There are two key elements to permissions rightsizing; identifying permissions gaps / excess permissions, and submitting VoPs to add / remove permissions. In periods of rapid change, it’s the firms that can identify market opportunities and quickly and effectively align permissions to exploit these that stand to profit the most. As it can take up to six months to receive a decision on VoP applications, it’s therefore important that the permission analysis and variation application are completed and submitted as soon as possible after any business opportunity / permissions gap is identified.

Ensuring the application is comprehensive and of high quality is also important as minimising the queries received from the regulator post-application is vital to ensuring a swift decision. This is because the time taken to respond to queries does not count towards the regulator’s committed VoP application response time. For example, if a response is expected six months post-submission but a firm takes one month to respond to a query, the decision shouldn’t be expected until seven months post submission.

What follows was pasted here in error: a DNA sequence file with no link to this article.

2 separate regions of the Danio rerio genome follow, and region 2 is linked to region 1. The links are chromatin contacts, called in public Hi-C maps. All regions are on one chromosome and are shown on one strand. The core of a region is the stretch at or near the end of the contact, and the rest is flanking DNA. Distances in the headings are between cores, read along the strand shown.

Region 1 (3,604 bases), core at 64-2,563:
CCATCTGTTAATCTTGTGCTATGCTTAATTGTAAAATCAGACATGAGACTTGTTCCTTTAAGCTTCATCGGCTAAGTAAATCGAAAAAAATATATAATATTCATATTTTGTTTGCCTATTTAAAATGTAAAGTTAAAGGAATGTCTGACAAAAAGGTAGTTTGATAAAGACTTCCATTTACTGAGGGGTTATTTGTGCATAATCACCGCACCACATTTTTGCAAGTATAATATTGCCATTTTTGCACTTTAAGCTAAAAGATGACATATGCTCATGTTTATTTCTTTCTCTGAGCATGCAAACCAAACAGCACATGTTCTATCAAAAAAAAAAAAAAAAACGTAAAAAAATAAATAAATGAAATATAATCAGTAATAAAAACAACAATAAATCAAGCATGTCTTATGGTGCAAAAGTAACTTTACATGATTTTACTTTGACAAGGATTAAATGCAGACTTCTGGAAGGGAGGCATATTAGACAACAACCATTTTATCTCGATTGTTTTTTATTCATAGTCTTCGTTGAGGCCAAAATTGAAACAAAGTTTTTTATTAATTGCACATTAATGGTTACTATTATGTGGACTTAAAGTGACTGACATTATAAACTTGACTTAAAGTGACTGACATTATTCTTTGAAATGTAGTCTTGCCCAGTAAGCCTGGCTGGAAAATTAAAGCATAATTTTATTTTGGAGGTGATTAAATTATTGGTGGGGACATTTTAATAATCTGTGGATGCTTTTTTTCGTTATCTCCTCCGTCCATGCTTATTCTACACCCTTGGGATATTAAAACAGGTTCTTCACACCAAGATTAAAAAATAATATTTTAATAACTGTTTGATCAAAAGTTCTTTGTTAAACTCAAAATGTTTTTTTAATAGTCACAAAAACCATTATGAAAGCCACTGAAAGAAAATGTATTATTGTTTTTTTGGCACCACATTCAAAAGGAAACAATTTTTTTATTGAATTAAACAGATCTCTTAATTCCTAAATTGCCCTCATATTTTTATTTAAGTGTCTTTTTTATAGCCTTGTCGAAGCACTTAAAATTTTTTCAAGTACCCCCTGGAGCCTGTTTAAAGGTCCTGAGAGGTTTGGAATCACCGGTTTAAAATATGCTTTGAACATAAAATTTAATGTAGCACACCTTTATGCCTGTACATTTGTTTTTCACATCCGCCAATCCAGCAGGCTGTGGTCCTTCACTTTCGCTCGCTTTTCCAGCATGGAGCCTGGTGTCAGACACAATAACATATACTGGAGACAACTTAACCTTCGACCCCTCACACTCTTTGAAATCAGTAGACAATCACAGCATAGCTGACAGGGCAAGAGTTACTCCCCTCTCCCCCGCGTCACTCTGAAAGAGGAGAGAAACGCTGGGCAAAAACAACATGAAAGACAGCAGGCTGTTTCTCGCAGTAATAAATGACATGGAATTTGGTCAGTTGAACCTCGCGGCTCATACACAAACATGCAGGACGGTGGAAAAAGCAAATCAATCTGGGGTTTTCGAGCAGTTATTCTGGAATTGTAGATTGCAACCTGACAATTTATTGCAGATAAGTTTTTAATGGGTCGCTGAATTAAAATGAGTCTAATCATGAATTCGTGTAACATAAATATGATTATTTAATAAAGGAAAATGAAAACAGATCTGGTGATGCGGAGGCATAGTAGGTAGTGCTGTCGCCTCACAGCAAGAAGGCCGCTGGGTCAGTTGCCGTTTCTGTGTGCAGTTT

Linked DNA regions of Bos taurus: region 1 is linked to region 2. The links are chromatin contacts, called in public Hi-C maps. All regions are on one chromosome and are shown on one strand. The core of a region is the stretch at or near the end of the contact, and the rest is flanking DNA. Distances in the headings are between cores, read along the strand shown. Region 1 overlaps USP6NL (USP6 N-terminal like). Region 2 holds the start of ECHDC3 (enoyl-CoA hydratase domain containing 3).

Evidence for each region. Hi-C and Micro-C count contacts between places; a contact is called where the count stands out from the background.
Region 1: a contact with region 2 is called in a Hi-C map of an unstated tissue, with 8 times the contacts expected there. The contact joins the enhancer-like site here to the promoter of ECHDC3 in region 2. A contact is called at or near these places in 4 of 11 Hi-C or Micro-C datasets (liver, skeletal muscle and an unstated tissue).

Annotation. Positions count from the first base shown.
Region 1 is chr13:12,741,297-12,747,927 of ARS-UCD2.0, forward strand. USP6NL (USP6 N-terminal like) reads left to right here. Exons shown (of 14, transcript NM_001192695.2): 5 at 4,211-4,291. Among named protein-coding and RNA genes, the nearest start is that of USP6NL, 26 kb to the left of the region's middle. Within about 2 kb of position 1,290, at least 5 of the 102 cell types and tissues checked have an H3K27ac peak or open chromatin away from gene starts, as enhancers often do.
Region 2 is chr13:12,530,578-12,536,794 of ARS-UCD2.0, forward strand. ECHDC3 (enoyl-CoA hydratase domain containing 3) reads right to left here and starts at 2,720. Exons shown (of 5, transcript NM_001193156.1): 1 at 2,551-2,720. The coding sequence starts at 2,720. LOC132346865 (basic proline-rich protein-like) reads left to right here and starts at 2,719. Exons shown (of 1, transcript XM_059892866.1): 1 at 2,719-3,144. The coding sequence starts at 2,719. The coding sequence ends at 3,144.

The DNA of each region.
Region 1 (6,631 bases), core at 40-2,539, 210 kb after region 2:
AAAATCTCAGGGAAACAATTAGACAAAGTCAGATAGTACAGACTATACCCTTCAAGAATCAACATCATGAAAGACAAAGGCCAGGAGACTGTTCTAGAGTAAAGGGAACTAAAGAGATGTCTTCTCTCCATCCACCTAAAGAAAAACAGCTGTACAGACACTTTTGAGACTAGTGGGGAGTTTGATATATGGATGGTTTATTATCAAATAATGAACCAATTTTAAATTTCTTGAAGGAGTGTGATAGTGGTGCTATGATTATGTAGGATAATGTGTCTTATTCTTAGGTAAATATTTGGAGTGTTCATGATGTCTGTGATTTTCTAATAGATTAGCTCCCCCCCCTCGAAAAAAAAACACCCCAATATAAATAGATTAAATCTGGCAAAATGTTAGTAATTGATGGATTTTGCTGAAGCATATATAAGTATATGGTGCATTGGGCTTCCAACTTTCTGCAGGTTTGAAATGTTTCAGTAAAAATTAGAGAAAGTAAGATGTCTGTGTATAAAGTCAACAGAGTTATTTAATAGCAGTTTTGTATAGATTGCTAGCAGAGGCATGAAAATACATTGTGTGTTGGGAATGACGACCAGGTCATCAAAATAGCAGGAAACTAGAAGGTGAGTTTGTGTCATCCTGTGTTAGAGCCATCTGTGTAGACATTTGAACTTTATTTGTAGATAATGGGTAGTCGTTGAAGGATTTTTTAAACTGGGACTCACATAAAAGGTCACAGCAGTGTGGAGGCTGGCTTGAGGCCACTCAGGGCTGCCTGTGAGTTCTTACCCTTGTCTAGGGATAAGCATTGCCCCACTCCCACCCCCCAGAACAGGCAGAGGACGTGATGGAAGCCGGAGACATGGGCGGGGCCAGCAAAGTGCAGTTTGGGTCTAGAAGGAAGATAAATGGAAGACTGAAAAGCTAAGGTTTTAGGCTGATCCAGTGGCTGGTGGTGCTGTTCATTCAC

The regulator’s response

There are three potential outcomes for VoP applications: approval (sometimes with limitations or changes to the requested scope), a request to remove the application or rejection. If the correct steps are taken in preparing the application, a rejection or a request to remove is unlikely. This is because any errors, weaknesses, or flawed logic would have been identified and addressed prior to submission.